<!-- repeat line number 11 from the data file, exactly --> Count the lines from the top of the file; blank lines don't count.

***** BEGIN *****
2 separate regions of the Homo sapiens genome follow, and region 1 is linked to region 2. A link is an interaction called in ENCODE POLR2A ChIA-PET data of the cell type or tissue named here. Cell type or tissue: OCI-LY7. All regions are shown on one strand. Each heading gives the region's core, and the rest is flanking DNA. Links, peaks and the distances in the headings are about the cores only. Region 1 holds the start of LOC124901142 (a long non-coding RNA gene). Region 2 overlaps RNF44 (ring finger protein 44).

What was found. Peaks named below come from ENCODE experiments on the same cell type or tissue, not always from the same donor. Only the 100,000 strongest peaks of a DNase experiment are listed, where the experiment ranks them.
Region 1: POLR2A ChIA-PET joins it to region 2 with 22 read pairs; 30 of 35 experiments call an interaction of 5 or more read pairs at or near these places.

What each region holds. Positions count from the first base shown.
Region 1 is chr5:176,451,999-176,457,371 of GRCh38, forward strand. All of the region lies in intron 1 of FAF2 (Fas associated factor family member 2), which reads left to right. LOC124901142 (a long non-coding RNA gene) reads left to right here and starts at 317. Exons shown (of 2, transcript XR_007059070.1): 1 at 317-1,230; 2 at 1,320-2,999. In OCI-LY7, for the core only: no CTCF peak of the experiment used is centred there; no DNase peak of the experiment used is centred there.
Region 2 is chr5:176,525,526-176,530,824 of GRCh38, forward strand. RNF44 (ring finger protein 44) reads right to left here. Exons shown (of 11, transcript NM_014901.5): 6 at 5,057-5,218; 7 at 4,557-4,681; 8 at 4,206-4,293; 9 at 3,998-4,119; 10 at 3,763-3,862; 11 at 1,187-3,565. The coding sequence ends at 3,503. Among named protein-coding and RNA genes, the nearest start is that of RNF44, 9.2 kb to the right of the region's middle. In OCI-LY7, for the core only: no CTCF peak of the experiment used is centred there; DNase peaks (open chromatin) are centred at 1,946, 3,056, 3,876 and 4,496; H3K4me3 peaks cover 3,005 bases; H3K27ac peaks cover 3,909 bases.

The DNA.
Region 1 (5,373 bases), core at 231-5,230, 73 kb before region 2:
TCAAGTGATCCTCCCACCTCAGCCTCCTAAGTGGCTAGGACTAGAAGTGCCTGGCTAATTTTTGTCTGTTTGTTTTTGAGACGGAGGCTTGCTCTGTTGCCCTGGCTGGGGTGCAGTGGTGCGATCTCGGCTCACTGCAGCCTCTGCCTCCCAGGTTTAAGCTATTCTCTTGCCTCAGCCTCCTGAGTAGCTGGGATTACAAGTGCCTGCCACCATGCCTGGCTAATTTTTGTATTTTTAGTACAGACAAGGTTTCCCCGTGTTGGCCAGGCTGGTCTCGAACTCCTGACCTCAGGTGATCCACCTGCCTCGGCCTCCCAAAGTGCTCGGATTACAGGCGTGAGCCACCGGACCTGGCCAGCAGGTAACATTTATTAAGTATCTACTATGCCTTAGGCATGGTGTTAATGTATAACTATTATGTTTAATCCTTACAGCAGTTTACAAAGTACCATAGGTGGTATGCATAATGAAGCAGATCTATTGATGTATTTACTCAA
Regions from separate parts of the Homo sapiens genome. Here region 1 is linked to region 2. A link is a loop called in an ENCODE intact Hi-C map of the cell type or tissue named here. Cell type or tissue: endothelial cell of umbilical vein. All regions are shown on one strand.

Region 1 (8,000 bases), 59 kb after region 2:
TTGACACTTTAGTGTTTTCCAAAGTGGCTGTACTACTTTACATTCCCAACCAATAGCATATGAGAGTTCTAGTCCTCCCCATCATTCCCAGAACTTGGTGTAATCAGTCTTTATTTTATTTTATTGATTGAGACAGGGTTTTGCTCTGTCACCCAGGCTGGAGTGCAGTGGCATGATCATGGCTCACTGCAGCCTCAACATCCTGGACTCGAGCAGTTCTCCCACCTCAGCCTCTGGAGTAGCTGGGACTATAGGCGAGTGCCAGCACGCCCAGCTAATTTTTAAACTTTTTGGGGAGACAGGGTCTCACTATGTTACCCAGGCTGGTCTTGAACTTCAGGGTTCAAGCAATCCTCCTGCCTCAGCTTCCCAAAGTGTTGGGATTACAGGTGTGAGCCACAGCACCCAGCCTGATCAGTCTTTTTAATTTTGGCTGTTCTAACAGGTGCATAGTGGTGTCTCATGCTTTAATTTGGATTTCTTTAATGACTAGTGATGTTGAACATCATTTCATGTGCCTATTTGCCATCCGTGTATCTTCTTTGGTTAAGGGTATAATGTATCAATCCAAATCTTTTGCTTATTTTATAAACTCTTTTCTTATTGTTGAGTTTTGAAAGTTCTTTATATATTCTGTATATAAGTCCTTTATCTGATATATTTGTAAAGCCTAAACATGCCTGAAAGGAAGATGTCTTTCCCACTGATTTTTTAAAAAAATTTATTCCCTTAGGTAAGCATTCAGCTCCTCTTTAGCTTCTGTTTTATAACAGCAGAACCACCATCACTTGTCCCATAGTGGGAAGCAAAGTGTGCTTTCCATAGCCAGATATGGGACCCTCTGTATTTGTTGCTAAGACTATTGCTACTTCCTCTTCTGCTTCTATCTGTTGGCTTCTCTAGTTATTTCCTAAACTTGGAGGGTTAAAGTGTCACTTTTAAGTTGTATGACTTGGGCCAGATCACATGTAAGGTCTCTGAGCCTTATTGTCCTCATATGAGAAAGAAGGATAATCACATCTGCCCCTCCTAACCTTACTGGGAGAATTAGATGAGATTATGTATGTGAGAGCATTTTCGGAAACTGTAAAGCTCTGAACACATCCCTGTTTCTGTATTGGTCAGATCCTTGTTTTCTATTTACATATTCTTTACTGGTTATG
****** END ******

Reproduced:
Region 1 (8,000 bases), 59 kb after region 2: